Unwanted telephone calls are the Federal Communication Commission's (aka, the FCC) largest compliant. Junk phone calls, like junk emails, are just a fact of life.
If you or someone you know has a landline or cell phone, there are people and organizations who want to reach out and put the touch on you. Some for good. Some for ill.
Once upon a time, people actually looked forward to the telephone ringing. Today many are filled with dread every time the phone jingles with all these silly ring tones. You do have a silly ring tone don't you?
Of course back when dinosaurs roamed the earth during your parents or grandparent's day there was no such thing as caller id. Which allows you to see who is calling you. This great technological advance now allows you to ignore all the whiney complainy folks you supposedly love most of the time. Except when they are being a pain in the you know what and where.
Telemarketers, people who want to sell you stuff, now have to follow certain rules that the Feds make them comply. Scammers and schemers do not.
Check the caller ID of the incoming phone call. If it is Mom, Dad, Buddy, Sis, Kitty or Rover (your cats and dogs should have smart phones in these modern times), feel free to pick up the line.
Should the call come from a city or state you have never heard of much less know anyone...Do Not Answer The Call.
Let us make this simple for the hard of seeing:
DO NOT ANSWER THE CALL
If you answer the phone and the caller - or a recording - asks you to hit a button to stop getting the calls, you should just hang up. Scammers often use this trick to identify potential targets.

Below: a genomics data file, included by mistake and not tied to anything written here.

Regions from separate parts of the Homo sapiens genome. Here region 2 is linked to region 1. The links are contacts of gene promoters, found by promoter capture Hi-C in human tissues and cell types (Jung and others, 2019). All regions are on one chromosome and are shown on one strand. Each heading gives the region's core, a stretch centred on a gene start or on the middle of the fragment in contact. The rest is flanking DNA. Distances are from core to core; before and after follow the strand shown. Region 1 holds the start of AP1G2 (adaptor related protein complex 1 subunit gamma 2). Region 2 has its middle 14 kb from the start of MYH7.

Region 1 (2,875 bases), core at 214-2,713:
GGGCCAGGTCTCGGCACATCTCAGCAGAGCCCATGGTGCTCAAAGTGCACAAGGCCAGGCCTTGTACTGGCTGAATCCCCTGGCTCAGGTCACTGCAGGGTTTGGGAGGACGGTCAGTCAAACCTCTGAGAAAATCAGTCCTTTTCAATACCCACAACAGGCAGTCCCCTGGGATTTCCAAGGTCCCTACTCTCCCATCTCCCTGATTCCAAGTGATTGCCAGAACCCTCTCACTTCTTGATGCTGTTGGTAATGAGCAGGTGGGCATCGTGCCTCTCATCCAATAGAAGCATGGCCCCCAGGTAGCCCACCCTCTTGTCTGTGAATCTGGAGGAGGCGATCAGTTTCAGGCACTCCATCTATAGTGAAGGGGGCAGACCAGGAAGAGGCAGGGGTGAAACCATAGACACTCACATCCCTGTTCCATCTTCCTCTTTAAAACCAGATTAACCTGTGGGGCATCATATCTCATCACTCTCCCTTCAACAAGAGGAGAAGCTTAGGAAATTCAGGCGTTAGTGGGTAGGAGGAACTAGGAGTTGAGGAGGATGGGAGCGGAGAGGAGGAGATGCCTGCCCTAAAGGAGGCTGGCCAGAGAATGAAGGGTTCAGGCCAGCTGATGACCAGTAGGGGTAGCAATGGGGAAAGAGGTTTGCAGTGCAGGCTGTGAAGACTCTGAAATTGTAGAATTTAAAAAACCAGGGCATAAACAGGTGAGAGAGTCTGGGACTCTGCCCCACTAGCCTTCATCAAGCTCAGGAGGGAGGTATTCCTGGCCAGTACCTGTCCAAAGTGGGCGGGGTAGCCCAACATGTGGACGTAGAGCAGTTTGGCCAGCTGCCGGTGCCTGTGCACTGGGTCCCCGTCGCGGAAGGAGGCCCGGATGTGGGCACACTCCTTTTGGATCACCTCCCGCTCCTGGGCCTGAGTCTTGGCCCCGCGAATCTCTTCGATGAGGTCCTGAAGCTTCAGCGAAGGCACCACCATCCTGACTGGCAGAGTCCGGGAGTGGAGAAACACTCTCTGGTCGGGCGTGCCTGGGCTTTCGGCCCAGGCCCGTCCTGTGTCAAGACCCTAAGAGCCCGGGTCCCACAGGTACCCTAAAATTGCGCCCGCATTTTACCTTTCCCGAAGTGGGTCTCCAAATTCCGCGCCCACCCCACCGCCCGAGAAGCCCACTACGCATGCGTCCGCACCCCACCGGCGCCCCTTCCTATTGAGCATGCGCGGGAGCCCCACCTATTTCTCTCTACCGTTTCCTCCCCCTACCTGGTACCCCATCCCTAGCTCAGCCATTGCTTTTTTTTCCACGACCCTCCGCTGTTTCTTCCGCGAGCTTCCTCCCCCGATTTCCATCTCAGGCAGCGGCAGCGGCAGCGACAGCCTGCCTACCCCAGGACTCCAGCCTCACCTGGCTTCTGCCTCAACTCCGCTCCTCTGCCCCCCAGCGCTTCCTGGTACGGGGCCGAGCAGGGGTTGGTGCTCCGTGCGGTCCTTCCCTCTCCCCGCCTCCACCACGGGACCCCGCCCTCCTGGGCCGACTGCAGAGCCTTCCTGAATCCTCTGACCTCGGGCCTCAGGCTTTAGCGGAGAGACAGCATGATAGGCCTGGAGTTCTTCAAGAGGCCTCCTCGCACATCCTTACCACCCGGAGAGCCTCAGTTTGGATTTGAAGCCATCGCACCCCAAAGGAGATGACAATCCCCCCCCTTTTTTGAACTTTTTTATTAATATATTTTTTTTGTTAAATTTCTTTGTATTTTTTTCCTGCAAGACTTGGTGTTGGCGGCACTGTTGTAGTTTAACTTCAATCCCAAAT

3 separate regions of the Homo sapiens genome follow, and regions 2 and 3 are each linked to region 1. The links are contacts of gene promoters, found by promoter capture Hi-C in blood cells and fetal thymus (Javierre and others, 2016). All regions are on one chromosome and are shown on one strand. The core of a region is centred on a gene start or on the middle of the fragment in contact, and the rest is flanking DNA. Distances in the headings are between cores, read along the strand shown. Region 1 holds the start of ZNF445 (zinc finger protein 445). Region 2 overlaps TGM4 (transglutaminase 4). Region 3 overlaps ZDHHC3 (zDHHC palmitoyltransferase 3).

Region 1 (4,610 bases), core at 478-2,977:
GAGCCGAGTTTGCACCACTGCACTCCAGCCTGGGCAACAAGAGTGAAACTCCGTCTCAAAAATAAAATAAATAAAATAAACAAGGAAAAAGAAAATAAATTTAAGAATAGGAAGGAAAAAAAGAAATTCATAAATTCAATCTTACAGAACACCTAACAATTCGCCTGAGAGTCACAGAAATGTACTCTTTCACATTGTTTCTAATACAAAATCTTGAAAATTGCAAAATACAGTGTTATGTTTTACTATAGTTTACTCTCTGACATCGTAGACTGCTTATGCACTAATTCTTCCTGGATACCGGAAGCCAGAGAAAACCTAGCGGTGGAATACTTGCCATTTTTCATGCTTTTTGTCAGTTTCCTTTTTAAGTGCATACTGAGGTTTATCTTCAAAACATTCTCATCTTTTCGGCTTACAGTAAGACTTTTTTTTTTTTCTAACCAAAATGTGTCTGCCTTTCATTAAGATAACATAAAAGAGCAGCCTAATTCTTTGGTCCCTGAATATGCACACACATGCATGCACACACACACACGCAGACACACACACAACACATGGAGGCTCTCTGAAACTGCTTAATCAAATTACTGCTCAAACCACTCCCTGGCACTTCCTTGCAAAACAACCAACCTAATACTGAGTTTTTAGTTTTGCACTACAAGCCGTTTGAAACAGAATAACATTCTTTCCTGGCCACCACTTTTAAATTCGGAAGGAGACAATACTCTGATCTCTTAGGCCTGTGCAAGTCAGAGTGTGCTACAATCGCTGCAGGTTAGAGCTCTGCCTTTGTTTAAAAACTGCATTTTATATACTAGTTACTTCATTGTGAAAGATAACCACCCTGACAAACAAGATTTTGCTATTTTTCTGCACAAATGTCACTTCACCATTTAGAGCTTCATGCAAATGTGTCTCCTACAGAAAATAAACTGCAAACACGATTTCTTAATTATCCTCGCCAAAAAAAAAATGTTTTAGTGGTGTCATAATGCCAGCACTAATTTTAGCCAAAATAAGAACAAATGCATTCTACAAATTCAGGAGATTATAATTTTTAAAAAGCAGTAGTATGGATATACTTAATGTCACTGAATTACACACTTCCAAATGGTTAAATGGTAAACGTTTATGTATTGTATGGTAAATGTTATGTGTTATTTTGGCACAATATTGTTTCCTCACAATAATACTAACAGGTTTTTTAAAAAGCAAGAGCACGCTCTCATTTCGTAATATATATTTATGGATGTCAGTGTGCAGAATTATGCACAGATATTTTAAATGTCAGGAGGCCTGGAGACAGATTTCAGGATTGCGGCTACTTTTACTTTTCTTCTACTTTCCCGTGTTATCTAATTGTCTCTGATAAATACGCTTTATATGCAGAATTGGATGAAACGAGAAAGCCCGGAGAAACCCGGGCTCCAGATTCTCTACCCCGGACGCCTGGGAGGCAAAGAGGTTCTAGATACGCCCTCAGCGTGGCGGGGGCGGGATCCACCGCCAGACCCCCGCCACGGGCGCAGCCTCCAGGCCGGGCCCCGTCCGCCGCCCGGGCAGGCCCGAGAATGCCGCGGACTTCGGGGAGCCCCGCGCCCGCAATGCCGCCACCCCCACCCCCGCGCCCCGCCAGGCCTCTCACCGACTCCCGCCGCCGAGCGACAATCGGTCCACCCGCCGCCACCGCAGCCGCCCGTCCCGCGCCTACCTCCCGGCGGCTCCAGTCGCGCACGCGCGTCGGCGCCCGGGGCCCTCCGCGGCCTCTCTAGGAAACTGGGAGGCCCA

If you get an inquiry from someone who says they represent a company or a government agency, hang up and call the phone number on your account statement, in the phone book, or on the company's or government agency's website to verify the authenticity of the request.
Caller ID Spoofing gives scammers and con artists the ability to disguise their identity. In order to trick the unsuspecting to give up valuable information. Telephone numbers on your caller ID appear to be what they are not. If you get calls from people saying your number is showing up on their caller ID, it's likely that your number has been spoofed. Contact your local telephone provider and tell them of the situation.
The Federal government offers consumers protection with the National Do Not Call Registry.
Visit their website:
Follow the simple instructions.
And if you have elderly parents or relatives do them a favor and enroll them now !!!
You will be doing them a great service.